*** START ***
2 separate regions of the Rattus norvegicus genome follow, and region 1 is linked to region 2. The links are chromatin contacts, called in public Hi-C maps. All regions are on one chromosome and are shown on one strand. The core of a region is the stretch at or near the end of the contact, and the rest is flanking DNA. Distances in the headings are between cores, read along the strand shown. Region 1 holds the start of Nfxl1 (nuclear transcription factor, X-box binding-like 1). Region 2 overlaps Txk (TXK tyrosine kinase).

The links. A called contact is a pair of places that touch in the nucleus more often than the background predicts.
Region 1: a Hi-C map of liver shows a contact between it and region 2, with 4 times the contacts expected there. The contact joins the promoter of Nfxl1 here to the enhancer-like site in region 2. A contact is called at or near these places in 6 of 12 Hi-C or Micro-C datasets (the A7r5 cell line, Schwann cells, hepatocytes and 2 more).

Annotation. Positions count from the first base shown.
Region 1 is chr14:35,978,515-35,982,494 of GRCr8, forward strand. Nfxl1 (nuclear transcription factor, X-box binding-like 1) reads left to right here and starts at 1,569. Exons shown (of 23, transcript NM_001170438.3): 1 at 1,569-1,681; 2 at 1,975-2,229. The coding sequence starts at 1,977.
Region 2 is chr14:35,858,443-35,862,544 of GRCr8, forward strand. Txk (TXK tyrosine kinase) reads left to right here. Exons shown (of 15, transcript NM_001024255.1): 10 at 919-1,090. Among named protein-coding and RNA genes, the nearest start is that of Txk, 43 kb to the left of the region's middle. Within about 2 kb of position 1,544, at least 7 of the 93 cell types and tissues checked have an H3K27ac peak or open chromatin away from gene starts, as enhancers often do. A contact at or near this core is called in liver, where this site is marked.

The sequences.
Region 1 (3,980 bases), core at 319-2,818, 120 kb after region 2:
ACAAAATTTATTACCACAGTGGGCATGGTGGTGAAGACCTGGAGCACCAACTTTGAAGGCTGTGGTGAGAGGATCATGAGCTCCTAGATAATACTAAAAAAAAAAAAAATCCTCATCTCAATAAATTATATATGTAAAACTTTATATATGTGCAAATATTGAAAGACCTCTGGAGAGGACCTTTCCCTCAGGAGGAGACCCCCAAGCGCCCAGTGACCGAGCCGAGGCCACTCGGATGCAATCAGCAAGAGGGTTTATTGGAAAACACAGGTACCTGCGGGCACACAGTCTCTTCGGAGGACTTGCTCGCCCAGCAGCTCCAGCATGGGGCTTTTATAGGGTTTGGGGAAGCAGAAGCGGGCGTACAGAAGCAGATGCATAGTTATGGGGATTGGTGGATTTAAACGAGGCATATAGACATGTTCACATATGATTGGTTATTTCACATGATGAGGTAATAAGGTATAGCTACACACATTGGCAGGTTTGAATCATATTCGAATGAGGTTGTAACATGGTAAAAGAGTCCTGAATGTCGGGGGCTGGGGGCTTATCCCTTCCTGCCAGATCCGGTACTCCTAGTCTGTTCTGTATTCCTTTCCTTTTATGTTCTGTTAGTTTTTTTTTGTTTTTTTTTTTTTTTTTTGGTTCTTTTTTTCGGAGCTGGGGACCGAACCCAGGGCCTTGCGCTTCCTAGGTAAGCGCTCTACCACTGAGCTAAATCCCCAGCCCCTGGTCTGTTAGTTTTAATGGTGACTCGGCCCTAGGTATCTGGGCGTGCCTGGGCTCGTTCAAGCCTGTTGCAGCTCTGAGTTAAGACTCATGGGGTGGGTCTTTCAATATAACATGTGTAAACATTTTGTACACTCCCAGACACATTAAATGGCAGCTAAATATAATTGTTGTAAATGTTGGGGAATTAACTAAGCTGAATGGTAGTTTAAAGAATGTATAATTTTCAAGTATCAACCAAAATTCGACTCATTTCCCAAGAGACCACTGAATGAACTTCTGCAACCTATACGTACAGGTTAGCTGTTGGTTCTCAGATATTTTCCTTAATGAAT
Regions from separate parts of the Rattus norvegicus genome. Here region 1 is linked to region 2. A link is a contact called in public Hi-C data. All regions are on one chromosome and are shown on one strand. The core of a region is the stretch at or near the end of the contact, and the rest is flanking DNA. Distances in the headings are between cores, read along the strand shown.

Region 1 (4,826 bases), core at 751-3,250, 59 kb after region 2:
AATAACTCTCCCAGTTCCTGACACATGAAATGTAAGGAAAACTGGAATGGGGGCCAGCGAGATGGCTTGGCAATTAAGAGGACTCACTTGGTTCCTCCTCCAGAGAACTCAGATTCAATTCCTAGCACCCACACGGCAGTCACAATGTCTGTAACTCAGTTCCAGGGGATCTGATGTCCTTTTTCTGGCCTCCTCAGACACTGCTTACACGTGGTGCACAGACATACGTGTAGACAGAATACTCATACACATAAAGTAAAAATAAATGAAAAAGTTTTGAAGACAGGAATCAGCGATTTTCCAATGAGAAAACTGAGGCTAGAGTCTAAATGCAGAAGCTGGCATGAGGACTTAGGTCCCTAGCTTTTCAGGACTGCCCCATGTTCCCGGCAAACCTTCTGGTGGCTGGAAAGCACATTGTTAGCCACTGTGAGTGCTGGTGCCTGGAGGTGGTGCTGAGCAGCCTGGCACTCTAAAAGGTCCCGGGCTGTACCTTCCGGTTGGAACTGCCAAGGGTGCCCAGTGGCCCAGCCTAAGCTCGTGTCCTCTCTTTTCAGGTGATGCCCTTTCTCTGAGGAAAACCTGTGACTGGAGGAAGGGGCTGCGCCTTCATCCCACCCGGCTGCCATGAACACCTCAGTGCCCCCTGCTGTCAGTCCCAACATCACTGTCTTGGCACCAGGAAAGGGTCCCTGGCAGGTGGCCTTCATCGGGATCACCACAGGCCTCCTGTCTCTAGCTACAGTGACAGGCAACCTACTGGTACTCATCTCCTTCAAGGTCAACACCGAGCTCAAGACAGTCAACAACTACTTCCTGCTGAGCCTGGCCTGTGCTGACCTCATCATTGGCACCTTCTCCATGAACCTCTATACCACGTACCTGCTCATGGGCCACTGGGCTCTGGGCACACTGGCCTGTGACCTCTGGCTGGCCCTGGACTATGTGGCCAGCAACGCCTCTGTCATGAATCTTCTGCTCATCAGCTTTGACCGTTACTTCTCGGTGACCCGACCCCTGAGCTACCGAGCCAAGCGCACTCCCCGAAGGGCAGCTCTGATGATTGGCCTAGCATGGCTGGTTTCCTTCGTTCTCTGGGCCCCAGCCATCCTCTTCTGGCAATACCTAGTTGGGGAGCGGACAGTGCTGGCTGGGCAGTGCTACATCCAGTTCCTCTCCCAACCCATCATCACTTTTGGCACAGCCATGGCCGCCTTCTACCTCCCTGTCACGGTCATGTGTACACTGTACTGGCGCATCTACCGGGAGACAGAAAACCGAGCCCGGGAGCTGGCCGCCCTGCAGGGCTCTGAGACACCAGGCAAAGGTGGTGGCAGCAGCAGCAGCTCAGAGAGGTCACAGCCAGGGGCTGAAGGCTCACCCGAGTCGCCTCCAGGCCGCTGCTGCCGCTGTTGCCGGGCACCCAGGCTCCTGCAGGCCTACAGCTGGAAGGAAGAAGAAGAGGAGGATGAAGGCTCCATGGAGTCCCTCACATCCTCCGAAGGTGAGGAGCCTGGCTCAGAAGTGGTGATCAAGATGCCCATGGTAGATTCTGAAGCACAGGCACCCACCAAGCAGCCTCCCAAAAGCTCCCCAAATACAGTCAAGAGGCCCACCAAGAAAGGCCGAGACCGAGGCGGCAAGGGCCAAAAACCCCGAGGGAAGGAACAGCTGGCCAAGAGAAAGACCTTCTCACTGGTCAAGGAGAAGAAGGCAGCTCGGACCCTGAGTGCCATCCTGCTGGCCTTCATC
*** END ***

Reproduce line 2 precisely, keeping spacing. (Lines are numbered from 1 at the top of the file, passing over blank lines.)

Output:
The links. A called contact is a pair of places that touch in the nucleus more often than the background predicts.